Basically, some feel if the Jets are a “win now team” then they must spend money because that is what “win now teams do” correct? Well, if spending money leads to championships just hand the Lombardi trophy to the Oakland Raiders, how about that Tampa Bay Buccaneers against the Miami Dolphins Super Bowl last year, which never happened, and the 2011 “dream team” Philadelphia Eagles finally gave that city the championship they’ve been looking for? The Eagles, Buccaneers and Dolphins spent big money during the past few seasons all ending with poor results.
The definition of insanity is doing the same thing over-and-over but expecting a different outcome. Buying “names” has been proven time-and-time again to be a failed strategy for building an NFL winner, which often takes a team years to recover from, yet some feel this will magically change.
Receiver Calvin Johnson has been one of the best players at his position since being drafted in 2007 by the Detroit Lions yet has a 36-76 regular season record with one playoff appearance, a loss. “The team around him is terrible that is why he has this record,” is often the explanation given.
Thanks for making my point as it takes a team not a group of individuals to win. Imagine a basketball team with only Michael Jordans or hockey team filled with all players being Wayne Gretzky. Do you think these teams would succeed? Who would set the pick, get the tough rebound or who would screen the goalie, give the big check or be the enforcer?
The Seattle Seahawks won because the entire team contributed, including the Super Bowl MVP Malcolm Smith, a seventh round draft pick. Sure, successful teams use free agency and trades, but their core is drafted and developed by them not ten guys brought in from unfamiliar systems and told to produce, which eventually leads to a shortage of resources.
John Idzik allowed cornerback Dominique Rodgers-Cromartie to go to the NY Giants. He didn’t feel it would be right giving Rodgers-Cromartie a contract with two years guaranteed due to his history of playing when it was best for him. The Giants are now stuck with the corner for two seasons while the Jets are likely stuck with free agent acquisition receiver Eric Decker for two years. Even if Rodgers-Cromartie plays fantastic and Decker is awful Idzik made the right decision. He cannot tell the future and has to work with the information he currently has during negotiations. That information told him not to beat the contract Rodgers-Cromartie received.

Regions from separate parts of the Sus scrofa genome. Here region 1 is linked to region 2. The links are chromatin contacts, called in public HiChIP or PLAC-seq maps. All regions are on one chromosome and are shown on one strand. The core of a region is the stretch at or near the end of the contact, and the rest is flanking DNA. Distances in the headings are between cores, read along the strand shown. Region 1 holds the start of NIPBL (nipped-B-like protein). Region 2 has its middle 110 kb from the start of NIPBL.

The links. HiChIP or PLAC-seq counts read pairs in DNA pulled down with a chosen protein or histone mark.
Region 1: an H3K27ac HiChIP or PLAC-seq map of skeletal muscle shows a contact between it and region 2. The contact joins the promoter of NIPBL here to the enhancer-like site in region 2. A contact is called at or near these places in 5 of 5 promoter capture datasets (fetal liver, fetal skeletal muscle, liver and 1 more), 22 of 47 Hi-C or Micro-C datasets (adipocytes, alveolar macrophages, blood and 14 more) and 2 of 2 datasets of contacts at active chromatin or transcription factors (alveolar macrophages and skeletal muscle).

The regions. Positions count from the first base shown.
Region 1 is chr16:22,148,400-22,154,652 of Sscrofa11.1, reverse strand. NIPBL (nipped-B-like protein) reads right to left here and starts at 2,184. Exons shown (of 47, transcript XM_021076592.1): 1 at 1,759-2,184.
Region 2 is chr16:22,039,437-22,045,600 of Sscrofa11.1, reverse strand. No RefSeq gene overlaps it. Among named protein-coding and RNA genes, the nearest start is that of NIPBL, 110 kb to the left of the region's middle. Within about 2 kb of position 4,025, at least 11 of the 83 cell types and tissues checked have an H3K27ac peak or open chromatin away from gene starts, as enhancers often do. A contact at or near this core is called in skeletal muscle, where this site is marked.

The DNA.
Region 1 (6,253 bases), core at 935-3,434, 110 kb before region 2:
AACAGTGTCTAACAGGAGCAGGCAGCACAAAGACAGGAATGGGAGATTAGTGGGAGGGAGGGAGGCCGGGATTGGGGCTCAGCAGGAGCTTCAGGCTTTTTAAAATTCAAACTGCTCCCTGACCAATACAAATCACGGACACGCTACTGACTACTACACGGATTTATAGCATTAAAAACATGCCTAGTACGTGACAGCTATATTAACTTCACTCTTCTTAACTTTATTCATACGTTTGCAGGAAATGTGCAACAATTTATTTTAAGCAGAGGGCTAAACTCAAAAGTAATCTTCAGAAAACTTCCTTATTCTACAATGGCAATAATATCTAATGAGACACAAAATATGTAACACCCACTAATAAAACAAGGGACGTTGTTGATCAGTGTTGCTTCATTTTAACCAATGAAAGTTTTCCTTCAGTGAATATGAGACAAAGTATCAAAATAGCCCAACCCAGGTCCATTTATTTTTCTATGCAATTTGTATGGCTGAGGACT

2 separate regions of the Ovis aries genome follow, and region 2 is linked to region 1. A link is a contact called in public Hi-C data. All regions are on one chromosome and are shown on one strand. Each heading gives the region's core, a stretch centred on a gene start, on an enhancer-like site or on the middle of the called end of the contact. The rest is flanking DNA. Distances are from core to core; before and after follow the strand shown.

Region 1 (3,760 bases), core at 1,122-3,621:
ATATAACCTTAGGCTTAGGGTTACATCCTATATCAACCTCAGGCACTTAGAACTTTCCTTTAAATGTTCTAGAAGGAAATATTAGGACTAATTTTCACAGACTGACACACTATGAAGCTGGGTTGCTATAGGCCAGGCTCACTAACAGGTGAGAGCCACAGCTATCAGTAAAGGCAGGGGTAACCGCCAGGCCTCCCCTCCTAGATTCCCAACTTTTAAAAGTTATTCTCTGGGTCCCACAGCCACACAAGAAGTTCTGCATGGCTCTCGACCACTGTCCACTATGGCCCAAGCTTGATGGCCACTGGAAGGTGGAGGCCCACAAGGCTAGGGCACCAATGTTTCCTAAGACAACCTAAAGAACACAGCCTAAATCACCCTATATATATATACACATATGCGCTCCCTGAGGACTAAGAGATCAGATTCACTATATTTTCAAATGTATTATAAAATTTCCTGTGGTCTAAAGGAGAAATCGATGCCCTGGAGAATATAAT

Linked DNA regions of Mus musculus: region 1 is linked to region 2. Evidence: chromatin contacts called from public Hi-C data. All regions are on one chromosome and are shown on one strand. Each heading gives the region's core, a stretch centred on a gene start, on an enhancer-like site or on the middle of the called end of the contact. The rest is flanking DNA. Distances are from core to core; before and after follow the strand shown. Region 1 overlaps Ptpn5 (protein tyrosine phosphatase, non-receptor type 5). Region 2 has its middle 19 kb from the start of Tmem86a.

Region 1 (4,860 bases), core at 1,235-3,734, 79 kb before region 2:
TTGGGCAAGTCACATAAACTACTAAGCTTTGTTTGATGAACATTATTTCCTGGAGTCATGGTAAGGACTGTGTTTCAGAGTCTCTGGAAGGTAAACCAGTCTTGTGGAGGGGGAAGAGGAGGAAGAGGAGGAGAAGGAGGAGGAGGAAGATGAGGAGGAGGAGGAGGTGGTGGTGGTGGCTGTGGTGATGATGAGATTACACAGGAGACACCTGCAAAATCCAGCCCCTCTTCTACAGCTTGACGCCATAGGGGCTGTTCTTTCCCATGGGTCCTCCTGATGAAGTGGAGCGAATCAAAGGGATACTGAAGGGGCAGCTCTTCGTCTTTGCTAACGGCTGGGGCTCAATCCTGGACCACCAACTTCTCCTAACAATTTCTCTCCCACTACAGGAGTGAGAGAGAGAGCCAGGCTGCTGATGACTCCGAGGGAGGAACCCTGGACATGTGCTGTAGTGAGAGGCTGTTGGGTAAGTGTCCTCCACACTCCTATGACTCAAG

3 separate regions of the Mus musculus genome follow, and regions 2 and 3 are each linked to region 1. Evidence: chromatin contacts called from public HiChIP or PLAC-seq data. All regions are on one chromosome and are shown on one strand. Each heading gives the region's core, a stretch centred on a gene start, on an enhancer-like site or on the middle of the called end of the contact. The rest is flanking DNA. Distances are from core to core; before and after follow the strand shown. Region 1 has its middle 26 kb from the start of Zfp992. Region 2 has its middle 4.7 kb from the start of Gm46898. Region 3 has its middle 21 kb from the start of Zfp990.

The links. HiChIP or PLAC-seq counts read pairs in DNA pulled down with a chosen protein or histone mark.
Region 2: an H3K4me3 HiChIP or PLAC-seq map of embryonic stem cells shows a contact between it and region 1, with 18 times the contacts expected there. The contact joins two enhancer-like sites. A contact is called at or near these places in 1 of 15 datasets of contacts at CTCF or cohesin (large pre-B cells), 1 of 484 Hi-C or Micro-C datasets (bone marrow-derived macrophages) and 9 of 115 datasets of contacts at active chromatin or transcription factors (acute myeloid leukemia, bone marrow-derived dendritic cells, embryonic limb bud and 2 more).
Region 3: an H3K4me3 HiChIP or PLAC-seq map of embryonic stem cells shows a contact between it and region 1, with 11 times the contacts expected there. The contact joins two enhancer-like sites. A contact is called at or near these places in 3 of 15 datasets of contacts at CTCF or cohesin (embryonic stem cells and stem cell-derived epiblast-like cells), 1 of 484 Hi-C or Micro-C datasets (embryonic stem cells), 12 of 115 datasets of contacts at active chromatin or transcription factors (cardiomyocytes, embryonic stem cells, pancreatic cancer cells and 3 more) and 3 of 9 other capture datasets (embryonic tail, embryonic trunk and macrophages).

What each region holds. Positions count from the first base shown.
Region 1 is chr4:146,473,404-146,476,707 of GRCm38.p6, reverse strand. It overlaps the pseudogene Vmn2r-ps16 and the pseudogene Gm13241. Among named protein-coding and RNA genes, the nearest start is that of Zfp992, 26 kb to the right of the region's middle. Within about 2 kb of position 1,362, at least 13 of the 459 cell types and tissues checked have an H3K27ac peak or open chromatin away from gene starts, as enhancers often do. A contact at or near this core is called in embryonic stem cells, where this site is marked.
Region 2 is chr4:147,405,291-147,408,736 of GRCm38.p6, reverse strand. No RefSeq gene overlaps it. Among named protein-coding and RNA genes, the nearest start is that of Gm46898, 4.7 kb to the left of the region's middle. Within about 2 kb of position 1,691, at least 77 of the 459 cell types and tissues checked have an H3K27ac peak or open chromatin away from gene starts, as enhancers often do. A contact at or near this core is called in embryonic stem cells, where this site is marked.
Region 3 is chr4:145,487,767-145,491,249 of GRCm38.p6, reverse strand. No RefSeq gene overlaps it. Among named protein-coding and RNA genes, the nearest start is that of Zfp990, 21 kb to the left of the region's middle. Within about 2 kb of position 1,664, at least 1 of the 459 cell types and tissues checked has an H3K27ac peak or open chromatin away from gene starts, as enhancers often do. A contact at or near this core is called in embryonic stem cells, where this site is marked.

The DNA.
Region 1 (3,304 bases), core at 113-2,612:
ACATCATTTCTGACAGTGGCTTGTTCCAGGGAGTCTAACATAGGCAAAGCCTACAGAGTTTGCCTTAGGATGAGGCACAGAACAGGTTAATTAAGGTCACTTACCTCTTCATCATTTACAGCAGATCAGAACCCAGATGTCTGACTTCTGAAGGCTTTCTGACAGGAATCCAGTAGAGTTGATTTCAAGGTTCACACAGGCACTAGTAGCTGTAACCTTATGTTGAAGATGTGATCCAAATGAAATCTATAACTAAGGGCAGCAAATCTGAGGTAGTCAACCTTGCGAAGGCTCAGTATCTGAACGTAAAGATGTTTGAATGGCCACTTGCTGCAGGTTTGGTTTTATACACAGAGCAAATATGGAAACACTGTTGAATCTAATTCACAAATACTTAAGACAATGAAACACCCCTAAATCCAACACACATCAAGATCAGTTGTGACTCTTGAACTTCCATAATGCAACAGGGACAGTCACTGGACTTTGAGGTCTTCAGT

“Only teams with a great quarterback win the Super Bowl and the Jets don’t have one.” Geno Smith certainly has to improve over his rookie year, but look at the recent Super Bowl winning quarterbacks regular seasons: Russell Wilson (3,357 yards passing, 26 TDs and 9 INTs) Joe Flacco, 2012, (3,817 yards passing, 22 TDs, 10 INTs) and the NFC Championship quarterback Colin Kaepernick’s 2013 statistics (3,197 yards passing, 21 TDs, 8 INTs). These quarterbacks didn’t have 5,000 yards passing or 50 TDs (Peyton Manning) but were efficient and led their teams to points. With a year of experience, a full offseason and better talent Geno Smith could take a step forward having a 2014 season statistically closer to what these other successful quarterbacks have achieved.
John Idzik looks past the names instead focusing on value and production as he “aspires for greatness” within the Jets. The NFL playing field is level with all teams having the same resources, yet some always seem to fail while others produce.
Maybe it’s because the winning organizations make the proper football moves allowing them to have the consistency and depth to be successful year-after-year. Think all Jets fans are tired of hoping for a championship, but have no fear John Idzik is making the correct moves to build a team for the 2014 season and beyond that could give us what we’ve been waiting too long for, finally seeing our New York Jets win that elusive Super Bowl.